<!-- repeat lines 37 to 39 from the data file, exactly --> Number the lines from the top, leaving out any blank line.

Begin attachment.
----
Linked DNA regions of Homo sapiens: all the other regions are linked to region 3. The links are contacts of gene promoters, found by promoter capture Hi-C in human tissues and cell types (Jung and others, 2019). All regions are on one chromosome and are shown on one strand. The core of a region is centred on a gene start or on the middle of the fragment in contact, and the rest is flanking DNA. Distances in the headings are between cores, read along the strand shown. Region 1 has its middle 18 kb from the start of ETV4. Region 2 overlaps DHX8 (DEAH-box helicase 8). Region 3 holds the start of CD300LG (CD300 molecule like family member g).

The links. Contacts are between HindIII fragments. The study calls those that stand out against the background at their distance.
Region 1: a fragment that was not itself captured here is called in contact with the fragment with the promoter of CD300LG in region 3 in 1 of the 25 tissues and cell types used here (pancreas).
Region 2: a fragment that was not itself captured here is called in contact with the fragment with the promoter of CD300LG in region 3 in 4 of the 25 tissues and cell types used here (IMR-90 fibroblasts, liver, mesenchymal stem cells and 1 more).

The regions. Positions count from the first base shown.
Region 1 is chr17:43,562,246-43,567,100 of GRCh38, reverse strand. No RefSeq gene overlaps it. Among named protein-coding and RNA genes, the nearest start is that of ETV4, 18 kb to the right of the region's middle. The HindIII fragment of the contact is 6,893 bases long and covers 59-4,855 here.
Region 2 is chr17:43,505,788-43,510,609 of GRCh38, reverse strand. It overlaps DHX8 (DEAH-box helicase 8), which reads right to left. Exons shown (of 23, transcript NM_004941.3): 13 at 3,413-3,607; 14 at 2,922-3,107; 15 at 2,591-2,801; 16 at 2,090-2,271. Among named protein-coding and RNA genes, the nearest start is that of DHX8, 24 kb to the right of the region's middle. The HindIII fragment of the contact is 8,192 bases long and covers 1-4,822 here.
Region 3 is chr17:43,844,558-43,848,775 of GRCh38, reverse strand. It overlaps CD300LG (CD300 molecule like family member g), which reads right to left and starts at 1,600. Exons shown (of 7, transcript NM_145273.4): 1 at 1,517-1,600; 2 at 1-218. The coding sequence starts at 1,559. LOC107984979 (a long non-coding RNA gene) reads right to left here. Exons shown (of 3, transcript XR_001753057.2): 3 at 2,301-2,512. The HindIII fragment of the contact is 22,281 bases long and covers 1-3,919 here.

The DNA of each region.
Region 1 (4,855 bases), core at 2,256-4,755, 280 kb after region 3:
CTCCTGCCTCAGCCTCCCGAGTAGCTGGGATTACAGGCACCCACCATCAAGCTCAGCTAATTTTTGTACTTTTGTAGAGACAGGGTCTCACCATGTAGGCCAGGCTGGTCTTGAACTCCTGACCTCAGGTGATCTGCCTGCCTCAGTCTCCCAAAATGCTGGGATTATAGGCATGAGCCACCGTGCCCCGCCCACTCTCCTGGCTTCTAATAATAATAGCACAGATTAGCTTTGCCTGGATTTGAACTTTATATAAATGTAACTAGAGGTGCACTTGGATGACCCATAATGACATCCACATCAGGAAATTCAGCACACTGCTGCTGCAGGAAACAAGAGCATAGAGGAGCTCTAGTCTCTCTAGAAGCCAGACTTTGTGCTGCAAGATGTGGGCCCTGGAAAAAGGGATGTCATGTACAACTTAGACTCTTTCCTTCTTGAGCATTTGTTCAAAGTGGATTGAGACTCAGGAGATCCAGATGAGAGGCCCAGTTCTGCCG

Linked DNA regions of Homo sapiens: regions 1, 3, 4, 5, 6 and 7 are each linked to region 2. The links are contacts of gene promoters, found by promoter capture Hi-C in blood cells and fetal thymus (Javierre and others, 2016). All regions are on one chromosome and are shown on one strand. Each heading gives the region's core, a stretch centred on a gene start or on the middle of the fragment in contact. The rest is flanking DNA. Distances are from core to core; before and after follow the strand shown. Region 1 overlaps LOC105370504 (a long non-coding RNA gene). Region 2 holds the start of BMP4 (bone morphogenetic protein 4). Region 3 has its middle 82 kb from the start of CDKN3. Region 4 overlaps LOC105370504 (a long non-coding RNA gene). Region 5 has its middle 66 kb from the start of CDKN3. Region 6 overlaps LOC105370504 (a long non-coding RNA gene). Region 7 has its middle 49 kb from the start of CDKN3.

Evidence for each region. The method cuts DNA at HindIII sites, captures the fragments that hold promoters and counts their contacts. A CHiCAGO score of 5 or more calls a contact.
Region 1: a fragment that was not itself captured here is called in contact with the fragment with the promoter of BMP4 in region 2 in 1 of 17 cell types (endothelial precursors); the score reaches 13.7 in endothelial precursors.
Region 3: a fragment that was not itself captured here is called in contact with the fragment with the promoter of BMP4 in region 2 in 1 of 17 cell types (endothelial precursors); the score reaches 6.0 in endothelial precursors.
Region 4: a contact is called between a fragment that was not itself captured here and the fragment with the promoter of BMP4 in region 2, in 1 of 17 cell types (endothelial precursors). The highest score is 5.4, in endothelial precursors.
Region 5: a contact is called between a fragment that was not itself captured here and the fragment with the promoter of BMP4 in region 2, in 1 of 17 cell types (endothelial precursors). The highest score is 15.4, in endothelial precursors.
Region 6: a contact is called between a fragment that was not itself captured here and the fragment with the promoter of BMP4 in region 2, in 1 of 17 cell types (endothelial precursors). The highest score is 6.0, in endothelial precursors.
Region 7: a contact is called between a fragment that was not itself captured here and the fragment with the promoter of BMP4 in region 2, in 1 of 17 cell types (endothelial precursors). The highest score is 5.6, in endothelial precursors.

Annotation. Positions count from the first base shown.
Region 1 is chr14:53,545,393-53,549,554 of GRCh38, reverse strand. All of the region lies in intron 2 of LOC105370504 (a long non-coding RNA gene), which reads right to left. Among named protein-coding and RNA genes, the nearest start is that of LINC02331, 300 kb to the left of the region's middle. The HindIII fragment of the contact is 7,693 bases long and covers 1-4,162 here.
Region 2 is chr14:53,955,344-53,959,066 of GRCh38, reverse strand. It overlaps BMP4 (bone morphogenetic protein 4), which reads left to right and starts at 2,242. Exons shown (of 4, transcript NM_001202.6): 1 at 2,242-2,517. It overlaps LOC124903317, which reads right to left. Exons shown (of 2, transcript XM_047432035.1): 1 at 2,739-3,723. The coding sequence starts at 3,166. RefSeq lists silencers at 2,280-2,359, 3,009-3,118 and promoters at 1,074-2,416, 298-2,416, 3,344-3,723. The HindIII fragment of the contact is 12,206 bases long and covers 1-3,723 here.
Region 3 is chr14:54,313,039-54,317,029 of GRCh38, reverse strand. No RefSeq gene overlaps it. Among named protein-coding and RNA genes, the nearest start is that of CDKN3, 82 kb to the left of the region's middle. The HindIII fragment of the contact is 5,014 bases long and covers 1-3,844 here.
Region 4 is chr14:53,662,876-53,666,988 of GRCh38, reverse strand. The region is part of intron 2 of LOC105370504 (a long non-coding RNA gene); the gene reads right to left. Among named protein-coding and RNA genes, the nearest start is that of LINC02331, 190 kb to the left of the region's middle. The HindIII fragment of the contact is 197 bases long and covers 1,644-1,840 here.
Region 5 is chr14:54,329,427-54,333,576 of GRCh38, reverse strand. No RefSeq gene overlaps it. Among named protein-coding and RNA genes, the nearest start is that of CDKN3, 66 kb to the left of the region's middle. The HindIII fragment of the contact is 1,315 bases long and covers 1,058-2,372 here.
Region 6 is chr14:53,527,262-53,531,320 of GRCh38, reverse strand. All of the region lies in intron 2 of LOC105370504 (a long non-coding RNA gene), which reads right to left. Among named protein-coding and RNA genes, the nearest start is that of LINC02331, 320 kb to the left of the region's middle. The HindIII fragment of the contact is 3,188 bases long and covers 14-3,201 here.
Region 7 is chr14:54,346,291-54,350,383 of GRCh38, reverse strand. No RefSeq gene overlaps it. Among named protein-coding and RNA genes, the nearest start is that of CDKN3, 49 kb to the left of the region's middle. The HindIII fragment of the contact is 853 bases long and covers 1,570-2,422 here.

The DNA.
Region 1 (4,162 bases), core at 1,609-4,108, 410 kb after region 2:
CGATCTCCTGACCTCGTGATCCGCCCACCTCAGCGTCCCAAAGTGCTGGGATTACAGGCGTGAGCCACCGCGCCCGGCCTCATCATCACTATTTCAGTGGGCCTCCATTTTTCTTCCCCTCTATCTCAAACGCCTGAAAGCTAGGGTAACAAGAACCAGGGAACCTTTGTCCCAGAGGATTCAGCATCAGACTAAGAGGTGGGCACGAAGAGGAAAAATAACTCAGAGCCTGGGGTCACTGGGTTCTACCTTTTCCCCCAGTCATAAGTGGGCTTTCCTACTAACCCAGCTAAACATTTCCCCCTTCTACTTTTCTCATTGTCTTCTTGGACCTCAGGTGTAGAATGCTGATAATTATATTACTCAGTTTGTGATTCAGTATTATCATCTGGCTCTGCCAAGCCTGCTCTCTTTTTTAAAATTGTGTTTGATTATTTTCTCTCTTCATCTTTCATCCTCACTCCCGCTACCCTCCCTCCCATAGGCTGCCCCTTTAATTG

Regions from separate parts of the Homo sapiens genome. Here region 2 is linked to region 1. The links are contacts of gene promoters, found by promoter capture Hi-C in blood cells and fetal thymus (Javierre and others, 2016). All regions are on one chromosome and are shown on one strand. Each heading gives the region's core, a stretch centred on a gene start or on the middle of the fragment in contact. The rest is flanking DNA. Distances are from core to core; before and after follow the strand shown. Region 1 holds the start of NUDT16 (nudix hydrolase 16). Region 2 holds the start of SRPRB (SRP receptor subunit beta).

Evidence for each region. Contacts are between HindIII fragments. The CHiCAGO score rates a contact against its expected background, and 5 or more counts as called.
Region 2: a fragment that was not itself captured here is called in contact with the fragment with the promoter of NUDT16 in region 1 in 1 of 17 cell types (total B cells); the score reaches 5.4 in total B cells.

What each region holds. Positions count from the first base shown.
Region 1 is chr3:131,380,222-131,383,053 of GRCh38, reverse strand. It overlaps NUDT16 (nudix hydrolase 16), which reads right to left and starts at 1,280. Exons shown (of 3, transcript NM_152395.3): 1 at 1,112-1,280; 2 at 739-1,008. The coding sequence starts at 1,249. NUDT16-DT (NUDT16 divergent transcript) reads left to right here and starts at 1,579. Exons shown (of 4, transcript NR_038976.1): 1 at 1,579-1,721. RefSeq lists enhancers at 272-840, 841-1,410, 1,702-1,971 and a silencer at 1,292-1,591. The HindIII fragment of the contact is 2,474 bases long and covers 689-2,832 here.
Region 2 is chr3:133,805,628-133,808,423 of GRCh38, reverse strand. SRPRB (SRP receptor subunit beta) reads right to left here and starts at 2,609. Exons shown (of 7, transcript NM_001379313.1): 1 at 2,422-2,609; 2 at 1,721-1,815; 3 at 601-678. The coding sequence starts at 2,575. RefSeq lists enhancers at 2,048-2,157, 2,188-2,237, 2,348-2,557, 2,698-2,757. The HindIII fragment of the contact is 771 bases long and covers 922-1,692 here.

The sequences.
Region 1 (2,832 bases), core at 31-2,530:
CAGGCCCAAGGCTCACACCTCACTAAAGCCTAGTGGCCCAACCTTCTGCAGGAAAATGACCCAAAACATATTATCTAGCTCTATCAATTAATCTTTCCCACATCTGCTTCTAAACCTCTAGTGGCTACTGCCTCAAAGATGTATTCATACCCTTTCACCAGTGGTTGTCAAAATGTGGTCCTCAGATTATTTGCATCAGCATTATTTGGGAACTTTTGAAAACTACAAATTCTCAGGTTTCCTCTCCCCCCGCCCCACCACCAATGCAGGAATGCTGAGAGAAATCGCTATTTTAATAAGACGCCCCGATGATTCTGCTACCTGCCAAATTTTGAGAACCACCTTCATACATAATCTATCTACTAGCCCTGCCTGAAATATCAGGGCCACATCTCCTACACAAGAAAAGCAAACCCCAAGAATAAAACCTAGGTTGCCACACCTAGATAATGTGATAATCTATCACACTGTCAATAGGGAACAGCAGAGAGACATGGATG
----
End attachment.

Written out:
The sequences.
Region 1 (2,832 bases), core at 31-2,530:
CAGGCCCAAGGCTCACACCTCACTAAAGCCTAGTGGCCCAACCTTCTGCAGGAAAATGACCCAAAACATATTATCTAGCTCTATCAATTAATCTTTCCCACATCTGCTTCTAAACCTCTAGTGGCTACTGCCTCAAAGATGTATTCATACCCTTTCACCAGTGGTTGTCAAAATGTGGTCCTCAGATTATTTGCATCAGCATTATTTGGGAACTTTTGAAAACTACAAATTCTCAGGTTTCCTCTCCCCCCGCCCCACCACCAATGCAGGAATGCTGAGAGAAATCGCTATTTTAATAAGACGCCCCGATGATTCTGCTACCTGCCAAATTTTGAGAACCACCTTCATACATAATCTATCTACTAGCCCTGCCTGAAATATCAGGGCCACATCTCCTACACAAGAAAAGCAAACCCCAAGAATAAAACCTAGGTTGCCACACCTAGATAATGTGATAATCTATCACACTGTCAATAGGGAACAGCAGAGAGACATGGATG